Kids at the Herodium

June 19, 2013

The Herodium was a fortress in sight of Bethlehem built by Herod the Great. It was also where he was buried. His tomb was discovered and excavated by Ehud Netzer, who met an untimely death resulting from a fall at the site.

Herodium, built by Herod. Photo by Leon Mauldin.

Herodium, built by Herod. Photo by Leon Mauldin.

Ferrell Jenkins & I had the opportunity to visit here in 2009. When we made a stop closer to the Herodium where we had a good view for photos, a group of kids approached us. We thought we had the site to ourselves when we stopped, but they seemed to spring up from nowhere.

Kids near Herodium. Photo by Leon Mauldin.

Kids near Herodium. Photo by Leon Mauldin.

We have observed that most kids seem to like having their picture made, even when there is a language barrier.

I have a couple of previous posts on the Herodium here and here.

We are writing this from Houston, TX, where we are visiting with one of our sons and attending some of the lectures at Southside church of Christ at Pasadena. Today we heard Bob Owens, David Posey and Wilson Adams. This week’s theme: “We Would See Jesus.”

Herodium, another view

December 9, 2010

Our previous post showed an aerial view of Herod’s fortress, the Herodium.  Today’s photo offers a view from ground level.

Herodium. Photo by Leon Mauldin.

The Herodium can easily be seen from nearby Bethlehem.

Herod is known for his atrocity of killing the baby boys in Bethlehem from age two and under.  That is consistent with what is known of him from secular history.

Click on image for higher resolution.

Herodian Temple Inscription

April 1, 2010

Recent posts have featured biblically related artifacts from the Archaeology Museum at Istanbul. Yet another very important exhibit housed there is an inscription from the Herodian temple, (so called because of extensive renovations by Herod the Great, renovations which continued after his death). Stones with inscriptions (written in both Latin and Greek) such as this featured below were posted at regular intervals within the temple, to designate the point at which Gentiles could proceed no further:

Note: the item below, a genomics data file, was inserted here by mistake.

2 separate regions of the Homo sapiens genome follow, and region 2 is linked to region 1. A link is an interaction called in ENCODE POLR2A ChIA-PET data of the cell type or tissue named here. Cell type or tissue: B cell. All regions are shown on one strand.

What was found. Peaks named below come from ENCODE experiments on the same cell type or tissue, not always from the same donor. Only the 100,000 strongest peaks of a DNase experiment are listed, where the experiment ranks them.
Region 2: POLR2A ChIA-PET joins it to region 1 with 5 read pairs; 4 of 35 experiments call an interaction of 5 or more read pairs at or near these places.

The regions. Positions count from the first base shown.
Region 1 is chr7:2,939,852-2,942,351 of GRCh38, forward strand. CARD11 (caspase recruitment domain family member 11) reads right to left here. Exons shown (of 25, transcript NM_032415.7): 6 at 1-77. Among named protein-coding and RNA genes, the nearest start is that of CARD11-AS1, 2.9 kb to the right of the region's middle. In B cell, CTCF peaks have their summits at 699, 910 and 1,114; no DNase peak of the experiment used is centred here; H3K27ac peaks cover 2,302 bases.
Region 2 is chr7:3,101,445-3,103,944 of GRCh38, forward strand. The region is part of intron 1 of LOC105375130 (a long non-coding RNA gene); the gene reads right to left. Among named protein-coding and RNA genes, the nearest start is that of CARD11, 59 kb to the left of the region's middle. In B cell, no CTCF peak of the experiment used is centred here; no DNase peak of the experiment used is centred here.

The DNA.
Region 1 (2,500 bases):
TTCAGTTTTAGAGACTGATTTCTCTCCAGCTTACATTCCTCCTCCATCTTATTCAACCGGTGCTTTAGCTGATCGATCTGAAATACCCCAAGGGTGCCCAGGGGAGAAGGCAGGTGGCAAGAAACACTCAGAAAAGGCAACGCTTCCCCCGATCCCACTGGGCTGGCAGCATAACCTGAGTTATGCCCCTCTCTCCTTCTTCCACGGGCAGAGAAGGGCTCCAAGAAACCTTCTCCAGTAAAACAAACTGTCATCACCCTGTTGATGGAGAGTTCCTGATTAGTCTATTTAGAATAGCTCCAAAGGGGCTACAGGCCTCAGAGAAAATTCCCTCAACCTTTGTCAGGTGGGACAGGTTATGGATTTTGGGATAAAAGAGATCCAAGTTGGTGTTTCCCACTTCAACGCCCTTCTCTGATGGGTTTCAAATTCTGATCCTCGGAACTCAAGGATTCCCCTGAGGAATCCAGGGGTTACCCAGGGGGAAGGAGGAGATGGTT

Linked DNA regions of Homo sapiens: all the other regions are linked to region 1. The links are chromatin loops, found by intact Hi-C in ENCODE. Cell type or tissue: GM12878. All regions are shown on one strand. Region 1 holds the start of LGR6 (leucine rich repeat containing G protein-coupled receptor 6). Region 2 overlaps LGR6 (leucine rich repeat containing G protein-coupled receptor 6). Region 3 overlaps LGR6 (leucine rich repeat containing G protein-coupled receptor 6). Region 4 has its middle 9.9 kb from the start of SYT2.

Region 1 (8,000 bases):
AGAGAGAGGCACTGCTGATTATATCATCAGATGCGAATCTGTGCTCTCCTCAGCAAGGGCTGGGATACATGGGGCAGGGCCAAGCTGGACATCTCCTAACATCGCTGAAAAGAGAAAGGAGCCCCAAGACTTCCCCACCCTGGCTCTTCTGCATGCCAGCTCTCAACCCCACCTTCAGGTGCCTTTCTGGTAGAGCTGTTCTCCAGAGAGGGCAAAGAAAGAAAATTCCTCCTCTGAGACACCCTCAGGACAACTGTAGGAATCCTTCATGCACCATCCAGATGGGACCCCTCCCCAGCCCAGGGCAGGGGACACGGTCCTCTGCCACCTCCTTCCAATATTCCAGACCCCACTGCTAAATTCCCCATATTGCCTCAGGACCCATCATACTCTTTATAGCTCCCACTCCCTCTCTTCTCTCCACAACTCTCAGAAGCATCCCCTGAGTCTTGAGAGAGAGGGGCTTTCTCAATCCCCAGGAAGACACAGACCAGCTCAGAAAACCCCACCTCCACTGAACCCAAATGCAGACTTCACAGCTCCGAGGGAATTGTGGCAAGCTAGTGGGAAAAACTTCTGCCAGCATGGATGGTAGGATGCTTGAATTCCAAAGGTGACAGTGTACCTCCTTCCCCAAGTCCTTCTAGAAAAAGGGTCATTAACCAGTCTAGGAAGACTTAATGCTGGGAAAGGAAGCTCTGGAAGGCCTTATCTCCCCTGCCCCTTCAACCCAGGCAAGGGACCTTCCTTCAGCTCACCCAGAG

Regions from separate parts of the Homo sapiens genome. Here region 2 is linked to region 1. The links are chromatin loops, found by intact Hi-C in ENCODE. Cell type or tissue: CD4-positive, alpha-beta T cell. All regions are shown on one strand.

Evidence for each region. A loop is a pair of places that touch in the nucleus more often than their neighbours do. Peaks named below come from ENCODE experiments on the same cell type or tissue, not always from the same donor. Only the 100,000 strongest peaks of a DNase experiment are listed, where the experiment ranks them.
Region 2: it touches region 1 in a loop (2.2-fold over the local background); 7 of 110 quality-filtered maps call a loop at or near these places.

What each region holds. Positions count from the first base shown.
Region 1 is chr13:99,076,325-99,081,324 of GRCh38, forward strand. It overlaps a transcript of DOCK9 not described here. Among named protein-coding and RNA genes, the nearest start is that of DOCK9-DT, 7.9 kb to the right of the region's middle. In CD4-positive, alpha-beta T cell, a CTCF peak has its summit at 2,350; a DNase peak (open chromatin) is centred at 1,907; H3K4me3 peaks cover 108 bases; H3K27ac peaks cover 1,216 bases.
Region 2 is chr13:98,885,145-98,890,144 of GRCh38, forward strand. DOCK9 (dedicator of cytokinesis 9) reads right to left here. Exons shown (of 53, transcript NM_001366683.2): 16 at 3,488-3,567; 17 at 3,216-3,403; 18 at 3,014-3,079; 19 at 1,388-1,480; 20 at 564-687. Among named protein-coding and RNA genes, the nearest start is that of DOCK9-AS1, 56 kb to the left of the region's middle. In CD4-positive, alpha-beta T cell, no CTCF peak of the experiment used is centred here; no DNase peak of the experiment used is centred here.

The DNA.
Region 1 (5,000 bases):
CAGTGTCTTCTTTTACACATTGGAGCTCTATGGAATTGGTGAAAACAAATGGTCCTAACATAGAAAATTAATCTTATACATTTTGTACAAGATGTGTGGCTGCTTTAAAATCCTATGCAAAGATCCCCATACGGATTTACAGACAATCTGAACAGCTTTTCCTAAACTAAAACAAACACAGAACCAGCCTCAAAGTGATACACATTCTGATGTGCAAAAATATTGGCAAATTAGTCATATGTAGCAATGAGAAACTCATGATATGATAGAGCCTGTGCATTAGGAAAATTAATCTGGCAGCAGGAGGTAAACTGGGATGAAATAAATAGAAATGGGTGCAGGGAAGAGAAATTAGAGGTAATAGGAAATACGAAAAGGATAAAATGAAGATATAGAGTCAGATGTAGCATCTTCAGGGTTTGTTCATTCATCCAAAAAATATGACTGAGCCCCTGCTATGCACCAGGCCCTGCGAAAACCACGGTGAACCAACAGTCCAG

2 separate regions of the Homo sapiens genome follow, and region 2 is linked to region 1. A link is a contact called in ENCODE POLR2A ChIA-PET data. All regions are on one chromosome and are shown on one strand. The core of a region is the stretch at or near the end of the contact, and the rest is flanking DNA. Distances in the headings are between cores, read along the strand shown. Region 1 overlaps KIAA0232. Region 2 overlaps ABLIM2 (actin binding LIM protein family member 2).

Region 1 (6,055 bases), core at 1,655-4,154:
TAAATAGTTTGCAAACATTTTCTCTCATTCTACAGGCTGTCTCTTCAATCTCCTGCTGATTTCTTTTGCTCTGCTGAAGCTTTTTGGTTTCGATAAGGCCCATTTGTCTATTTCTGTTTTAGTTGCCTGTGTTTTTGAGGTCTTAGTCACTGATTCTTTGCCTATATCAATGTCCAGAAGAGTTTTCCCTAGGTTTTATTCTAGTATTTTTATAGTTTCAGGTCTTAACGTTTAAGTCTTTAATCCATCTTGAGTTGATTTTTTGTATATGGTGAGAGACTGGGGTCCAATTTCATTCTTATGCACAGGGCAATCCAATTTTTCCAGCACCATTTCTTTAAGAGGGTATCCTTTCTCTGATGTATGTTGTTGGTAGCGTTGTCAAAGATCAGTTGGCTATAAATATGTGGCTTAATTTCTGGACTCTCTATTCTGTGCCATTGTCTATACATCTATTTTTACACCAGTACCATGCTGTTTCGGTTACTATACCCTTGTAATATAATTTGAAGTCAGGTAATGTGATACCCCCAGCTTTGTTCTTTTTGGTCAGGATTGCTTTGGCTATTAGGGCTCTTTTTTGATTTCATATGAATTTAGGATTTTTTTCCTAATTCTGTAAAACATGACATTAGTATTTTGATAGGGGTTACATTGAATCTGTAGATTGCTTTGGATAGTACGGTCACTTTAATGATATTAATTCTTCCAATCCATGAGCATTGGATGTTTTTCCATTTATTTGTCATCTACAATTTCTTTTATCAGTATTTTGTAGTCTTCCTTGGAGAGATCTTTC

Herodian Temple Inscription. Istanbul. Photo by Leon Mauldin.

Thus far only one complete and two fragmentary copies (all in Greek) of this inscription have been discovered.  The inscription translates as follows:  “No foreigner is to enter within the balustrade and embankment around the sanctuary.  Whoever is caught will have himself to blame for his death which follows.”

Visitors to the temple in Jesus’ day, and in Paul’s time, would have seen this stone and others like it. Paul in mind this separation of Jew and Gentile, symbolized by this inscription, when he wrote to the Ephesians, telling what a difference the Gospel had made.

For He Himself is our peace, who has made both one, and has broken down the middle wall of separation [emp. mine, L.M.], having abolished in His flesh the enmity, that is, the law of commandments contained in ordinances, so as to create in Himself one new man from the two, thus making peace, 16 and that He might reconcile them both to God in one body through the cross, thereby putting to death the enmity.  And He came and preached peace to you who were afar off and to those who were near.  For through Him we both have access by one Spirit to the Father. Now, therefore, you are no longer strangers and foreigners, but fellow citizens with the saints and members of the household of God,  having been built on the foundation of the apostles and prophets, Jesus Christ Himself being the chief cornerstone,  in whom the whole building, being joined together, grows into a holy temple in the Lord,  in whom you also are being built together for a dwelling place of God in the Spirit. (Eph. 2:14-22).

So the separation of Jew and Gentile no longer exists in Christ; Jew and Gentile are on an equal footing; both are sinners and must be reconciled unto God through the cross, in one body.  This is the temple referenced in our text; a building made of people, living stones, Jews and Gentiles who have come to the Lord for salvation.

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